Gun Digest

How To: AR-15 Assembly Tips

Editor’s Note: This article is an excerpt from Gunsmithing the AR-15: The Bench Manual, by Patrick Sweeney

One of the most common questions that comes up in an AR armorer’s class is, “In what order do you assemble a box of parts?” No, really. I get questions like this all the time.Let’s take a look at how to assemble an AR from a box o’ parts.

In what order do you assemble a box of AR-15 parts?

Inventory and inspection

First pull everything out of your box o’ parts and do an inventory. Some parts may be missing, duplicated, wrong or even unidentifiable. You want to make sure everything you need is at the ready before you start.

Next, do a preliminary inspection of the parts, making sure they are the correct ones. For instance, if you ordered a barrel with a 1/7 twist, is it marked to reflect that? If not, you have a return or exchange to make. Similarly, if you ordered a barrel with a mid-length gas system, and the gas tube that arrived with it is a carbine or rifle tube, you need to make a swap. Do you have the correct buffer for the stock? Is it the correct stock?

Once you've made sure that all the parts are there, and they are the ones you asked for, you’re ready to check fit.

Dabs of paint, at strategic locations, can tell you if the fasteners on your rifle have come loose.

Checking the fit of the parts

Start with the upper, lower and the two takedown pins. Press the upper and lower together, passing the front pin through. Don’t worry about the retainer or spring, just fit the pin. Check that the upper hinges smoothly on the lower. If not, you’ll need to swap parts until you find ones that do. Close the upper and lower, pressing the rear pin through. It should slide in smoothly. The upper and lower should have little or no wobble.

If you can’t fit the pin in, or it needs to be pressed or hammered, pass on this set and have the place you got it from replace one or both.

Here’s a pro tip. If you have other rifles, go on a fit-check mission to see if your other uppers and lowers will match the new ones. If you’re willing to do some swapping, you can often find a set that will work.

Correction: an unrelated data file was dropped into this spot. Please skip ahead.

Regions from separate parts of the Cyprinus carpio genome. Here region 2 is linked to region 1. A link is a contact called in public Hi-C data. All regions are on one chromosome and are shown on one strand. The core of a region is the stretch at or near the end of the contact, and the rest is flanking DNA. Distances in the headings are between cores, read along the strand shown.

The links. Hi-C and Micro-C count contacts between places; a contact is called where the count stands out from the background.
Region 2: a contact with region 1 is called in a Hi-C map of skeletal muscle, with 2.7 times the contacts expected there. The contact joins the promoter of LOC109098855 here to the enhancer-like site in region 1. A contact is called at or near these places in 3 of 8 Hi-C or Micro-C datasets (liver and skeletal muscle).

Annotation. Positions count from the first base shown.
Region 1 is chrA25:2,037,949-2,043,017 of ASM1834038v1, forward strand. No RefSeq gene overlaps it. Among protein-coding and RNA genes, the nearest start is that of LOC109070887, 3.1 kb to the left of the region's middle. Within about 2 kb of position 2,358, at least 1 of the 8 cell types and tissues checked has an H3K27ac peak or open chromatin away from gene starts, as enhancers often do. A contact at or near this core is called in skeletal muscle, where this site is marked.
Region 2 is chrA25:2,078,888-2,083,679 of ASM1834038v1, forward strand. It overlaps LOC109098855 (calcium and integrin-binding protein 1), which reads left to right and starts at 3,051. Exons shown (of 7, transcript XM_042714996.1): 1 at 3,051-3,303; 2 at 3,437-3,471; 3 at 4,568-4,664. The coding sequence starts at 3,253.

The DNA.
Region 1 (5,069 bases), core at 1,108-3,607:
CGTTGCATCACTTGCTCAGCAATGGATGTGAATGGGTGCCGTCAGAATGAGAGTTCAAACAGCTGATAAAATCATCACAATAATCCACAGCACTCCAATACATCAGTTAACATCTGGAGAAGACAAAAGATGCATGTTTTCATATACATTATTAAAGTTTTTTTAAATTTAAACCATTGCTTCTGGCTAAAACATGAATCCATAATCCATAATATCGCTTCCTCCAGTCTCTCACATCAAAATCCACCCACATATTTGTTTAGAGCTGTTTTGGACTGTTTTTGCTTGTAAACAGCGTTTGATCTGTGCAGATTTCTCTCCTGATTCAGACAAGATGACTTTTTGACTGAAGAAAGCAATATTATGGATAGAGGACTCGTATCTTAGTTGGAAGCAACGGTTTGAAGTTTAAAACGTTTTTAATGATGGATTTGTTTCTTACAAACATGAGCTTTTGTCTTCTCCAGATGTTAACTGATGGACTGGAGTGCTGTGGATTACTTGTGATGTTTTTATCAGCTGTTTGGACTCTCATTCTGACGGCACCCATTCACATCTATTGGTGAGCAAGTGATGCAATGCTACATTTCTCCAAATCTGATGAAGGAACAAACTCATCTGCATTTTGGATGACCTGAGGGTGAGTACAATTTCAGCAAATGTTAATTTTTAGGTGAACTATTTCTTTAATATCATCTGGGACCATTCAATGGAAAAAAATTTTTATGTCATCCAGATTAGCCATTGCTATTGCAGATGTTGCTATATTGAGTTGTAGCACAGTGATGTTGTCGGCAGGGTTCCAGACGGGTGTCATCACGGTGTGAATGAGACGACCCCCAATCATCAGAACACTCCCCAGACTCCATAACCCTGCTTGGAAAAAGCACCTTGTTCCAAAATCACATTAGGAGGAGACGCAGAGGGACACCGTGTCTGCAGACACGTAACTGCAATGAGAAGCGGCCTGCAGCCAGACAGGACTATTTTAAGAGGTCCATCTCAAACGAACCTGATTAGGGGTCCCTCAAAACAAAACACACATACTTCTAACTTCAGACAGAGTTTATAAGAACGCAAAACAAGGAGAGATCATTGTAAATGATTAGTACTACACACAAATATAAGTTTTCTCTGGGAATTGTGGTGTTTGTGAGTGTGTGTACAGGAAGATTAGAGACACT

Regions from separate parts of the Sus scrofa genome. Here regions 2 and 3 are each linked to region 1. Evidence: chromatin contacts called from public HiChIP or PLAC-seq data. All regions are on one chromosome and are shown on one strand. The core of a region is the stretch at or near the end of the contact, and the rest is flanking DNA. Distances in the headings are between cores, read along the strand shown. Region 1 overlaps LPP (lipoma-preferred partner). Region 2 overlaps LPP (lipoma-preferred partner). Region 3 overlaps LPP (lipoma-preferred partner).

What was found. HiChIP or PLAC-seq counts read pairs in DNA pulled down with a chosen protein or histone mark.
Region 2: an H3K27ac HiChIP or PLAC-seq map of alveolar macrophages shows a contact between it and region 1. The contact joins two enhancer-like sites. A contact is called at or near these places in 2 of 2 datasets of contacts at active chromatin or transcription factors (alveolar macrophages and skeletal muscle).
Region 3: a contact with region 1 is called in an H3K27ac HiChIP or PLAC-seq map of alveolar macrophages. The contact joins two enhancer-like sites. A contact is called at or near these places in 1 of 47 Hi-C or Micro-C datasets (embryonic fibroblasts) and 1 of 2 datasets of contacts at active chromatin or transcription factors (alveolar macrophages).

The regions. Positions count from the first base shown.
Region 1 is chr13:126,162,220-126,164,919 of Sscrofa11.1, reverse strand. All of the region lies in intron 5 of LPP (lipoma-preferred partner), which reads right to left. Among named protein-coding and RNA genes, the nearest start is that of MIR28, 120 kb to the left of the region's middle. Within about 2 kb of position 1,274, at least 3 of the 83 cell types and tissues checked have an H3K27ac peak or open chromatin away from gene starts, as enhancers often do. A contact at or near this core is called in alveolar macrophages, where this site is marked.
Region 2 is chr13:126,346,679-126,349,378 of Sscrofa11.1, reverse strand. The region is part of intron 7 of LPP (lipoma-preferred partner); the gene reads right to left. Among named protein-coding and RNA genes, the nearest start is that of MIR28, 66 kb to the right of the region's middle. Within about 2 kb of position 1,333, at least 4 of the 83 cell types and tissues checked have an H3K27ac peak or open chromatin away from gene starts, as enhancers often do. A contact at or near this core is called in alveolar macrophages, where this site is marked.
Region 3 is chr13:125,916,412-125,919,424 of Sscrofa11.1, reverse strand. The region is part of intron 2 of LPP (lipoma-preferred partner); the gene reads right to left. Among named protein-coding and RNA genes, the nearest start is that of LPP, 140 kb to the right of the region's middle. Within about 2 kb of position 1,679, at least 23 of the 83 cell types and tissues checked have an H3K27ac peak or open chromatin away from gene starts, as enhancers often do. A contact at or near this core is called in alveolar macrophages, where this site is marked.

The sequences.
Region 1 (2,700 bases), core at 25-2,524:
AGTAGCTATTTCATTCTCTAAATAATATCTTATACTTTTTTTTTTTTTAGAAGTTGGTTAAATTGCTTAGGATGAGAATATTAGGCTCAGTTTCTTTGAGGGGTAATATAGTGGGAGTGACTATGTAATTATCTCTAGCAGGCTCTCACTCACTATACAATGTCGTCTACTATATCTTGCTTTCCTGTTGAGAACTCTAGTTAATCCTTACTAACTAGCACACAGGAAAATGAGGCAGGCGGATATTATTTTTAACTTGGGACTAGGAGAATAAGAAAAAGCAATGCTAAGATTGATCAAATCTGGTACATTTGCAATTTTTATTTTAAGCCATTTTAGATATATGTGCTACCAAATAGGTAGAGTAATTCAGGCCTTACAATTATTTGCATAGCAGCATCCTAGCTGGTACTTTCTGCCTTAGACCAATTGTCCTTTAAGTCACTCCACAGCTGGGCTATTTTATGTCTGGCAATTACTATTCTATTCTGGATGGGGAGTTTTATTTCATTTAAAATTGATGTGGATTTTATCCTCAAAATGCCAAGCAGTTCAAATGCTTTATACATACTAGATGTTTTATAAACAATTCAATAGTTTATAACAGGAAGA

If all of your parts came from a genuine mil-spec shop and they don’t fit, you have cause to complain. But the volume of good non-mil-spec products is large. The number of real-deal mil-spec parts is a small subset. You can build a perfectly good AR and not have a single mil-spec part in it. That’s your choice.

Check how well the other major parts match. Does the barrel extension slide smoothly into the upper receiver? Is it excessively loose, or does it fit so darn tight you’ll need a mallet?

Does the buffer tube screw into its hoop on the lower, or not?

Is the handguard the one you asked for, and will it fit the barrel length? If it is supposed to come with a replacement barrel nut, does it?

Upper and lower assembly

It doesn’t matter if you start assembling the upper or lower. I tossed a coin, and tails came up. So I took that as a sign that I should describe the sequence of assembling a lower first.

Assemble an AR-15 lower

Check the fit of the fire control parts in the lower. Do they fit? Do the pins go through? Is the trigger pull something approaching normal? If so, pull them out. Check the fit of a magazine to the lower. Does it slide in normally and fall out of its own weight? Good, then we can go on.

Assemble the lower in this sequence:

Assemble an AR-15 upper

Assemble the upper in this sequence:

There, that wasn’t so hard, was it?

Once parts are tight, and have stayed tight after testing, they get painted in.

Truth is, I had to figure this out from scratch back when Reagan was President. I made mistakes, but then I moved on, and here I am. So, if you make minor mistakes non-essential to function, while assembling your rifle, it isn’t the end of the world. Look on it as a learning experience, and make the next one better.

Editor’s Note: This article is an excerpt from Gunsmithing the AR-15: The Bench Manual, by Patrick Sweeney

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